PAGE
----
HAGERSTOWN, Md. (WJZ) — Before George H.W. Bush’s service dog, Sully, stole America’s heart, he spent years in training, learning to serve America’s veterans.
Some of the handlers who worked tirelessly to give him the skills he needed were prison inmates in Maryland.READ MORE: COVID-19 In Maryland: More Than 700 New Cases & 10 Deaths Reported Sunday
The America’s VetDogs program at the Maryland Correctional Training Center in Hagerstown, Md. is changing lives for veterans, dogs and the inmate handlers who train them.
“So I knew this was a perfect spot for me to give back, you know, and help vets that risk their lives every day for our country. So that’s why I decided to do it,” said Glenn Flanagan, an inmate handler.
The most famous alumni to date- Sully.
“I always knew he was good. He was the calmest dog I’ve ever trained,” said Rory Koerber, an inmate handler.
Koerber finished his work with Sully a year ago, but was as touched as the rest of America to see the viral photo of his former buddy, lying in front of Bush’s casket.
His first mission- complete.
“I don’t think anybody knew he was gonna go to a president. When I found out I was like yeah, that’s a pretty big accomplishment. My grandma still can’t stop bragging about it,” Koerber said.READ MORE: Walk To End Alzheimer's Saturday In Cockeysville Aims to Raise Awareness
About two dozen dogs a year follow in Sully’s paw-steps at the training center. They will learn about 40 commands in their time there, learning how to help veterans live independently.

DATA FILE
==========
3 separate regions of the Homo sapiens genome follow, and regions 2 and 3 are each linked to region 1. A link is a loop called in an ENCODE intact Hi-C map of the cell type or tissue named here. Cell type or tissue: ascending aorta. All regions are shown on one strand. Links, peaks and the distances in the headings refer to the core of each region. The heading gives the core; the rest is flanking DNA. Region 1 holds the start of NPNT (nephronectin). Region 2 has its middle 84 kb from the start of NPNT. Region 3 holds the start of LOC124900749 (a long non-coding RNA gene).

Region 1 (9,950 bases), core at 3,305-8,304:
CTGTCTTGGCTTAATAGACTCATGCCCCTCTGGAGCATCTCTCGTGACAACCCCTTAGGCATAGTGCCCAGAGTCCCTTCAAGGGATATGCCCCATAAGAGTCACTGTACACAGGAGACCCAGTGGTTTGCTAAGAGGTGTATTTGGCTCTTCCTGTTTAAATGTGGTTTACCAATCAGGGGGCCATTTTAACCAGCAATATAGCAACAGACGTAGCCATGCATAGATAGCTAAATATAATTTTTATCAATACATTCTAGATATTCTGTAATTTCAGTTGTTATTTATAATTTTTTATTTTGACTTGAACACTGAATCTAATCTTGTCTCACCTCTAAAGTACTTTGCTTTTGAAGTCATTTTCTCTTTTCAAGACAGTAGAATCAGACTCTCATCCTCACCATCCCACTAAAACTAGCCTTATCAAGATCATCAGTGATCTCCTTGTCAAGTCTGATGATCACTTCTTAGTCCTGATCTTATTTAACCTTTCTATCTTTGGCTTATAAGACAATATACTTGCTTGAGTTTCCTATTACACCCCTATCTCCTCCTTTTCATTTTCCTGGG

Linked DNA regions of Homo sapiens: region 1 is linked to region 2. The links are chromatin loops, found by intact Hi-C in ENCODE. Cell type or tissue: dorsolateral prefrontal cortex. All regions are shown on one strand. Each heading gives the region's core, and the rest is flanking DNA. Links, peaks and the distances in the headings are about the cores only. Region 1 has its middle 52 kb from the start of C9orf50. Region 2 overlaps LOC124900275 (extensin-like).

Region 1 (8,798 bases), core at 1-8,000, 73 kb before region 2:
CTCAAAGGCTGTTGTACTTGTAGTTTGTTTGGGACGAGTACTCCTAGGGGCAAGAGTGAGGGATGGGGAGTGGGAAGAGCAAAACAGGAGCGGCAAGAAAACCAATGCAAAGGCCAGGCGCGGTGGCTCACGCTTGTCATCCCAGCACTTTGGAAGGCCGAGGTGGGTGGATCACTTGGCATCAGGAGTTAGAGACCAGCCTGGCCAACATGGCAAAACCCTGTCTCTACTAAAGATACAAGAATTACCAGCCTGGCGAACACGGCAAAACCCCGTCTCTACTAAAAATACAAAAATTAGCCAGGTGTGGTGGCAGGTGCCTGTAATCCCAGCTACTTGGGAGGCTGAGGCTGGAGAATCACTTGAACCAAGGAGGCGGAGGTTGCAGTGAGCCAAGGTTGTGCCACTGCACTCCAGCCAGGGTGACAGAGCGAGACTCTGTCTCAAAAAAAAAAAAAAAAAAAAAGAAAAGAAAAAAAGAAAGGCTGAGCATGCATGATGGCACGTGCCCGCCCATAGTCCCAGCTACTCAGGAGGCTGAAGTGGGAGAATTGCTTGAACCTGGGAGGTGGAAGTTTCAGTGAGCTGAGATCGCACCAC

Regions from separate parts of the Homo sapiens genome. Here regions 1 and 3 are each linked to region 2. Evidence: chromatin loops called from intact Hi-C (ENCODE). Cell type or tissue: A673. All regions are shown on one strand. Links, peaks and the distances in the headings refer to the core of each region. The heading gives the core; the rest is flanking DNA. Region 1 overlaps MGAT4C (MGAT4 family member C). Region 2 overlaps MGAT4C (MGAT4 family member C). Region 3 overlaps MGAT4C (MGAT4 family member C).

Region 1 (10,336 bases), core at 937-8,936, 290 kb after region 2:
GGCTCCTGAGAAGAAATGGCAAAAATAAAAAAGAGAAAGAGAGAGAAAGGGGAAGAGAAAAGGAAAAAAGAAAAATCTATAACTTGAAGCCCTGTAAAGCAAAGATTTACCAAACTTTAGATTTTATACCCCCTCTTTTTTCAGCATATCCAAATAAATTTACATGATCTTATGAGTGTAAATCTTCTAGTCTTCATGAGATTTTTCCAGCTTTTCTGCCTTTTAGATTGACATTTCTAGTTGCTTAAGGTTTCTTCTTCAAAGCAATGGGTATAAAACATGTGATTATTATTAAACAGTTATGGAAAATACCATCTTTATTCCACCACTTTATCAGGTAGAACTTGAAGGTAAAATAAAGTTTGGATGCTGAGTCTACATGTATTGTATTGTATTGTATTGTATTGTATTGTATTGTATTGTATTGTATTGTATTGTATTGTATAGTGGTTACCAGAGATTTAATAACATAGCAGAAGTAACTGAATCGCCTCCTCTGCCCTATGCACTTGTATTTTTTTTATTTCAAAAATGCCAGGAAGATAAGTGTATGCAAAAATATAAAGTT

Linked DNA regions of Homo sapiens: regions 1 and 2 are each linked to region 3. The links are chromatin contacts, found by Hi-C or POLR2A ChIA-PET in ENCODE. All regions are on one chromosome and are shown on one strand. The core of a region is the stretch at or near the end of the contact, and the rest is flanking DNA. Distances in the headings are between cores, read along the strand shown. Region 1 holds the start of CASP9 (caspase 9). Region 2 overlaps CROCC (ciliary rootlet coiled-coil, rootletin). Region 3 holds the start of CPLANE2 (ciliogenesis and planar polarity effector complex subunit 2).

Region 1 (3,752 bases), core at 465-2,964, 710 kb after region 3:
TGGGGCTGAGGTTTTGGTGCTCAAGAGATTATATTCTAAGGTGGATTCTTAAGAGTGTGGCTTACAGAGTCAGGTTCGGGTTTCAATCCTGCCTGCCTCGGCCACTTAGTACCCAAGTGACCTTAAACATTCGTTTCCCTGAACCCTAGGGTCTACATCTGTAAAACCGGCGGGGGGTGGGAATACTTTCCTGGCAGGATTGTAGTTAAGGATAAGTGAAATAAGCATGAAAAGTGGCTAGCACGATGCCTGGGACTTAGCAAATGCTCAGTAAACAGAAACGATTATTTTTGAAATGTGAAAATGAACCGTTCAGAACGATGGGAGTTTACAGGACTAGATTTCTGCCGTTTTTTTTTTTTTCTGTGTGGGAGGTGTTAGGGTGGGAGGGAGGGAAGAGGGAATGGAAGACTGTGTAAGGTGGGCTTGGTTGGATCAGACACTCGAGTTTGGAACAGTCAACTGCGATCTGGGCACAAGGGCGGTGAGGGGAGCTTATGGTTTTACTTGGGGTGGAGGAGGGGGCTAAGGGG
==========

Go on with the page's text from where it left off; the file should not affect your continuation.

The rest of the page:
“The inmates that are here are hand-selected for the positions that they have. So a lot of time and attention can be given to the dogs, and a lot of time and a lot of time and attention is given to the dogs,” said John Milbourne with America’s VetDogs.
They may even teach their trainers a thing or two.
“It’s therapeutic. It keeps me relaxed, to know that I’m helping somebody else,” Flanagan said.
“I wasn’t a very patient person when I first got locked up, so it’s definitely helped me with my patience, and helped me problem-solve,” Koerber said.
All of the dogs aspiring to help a veteran in the future, or even become a presidential pup.
Graduates of this program go to New York for further training before being matched with a veteran.
The program is looking for weekend volunteers. To sign up, click here.MORE NEWS: Voting Rights Activists Head To Washington In Support Of The Free To Vote Act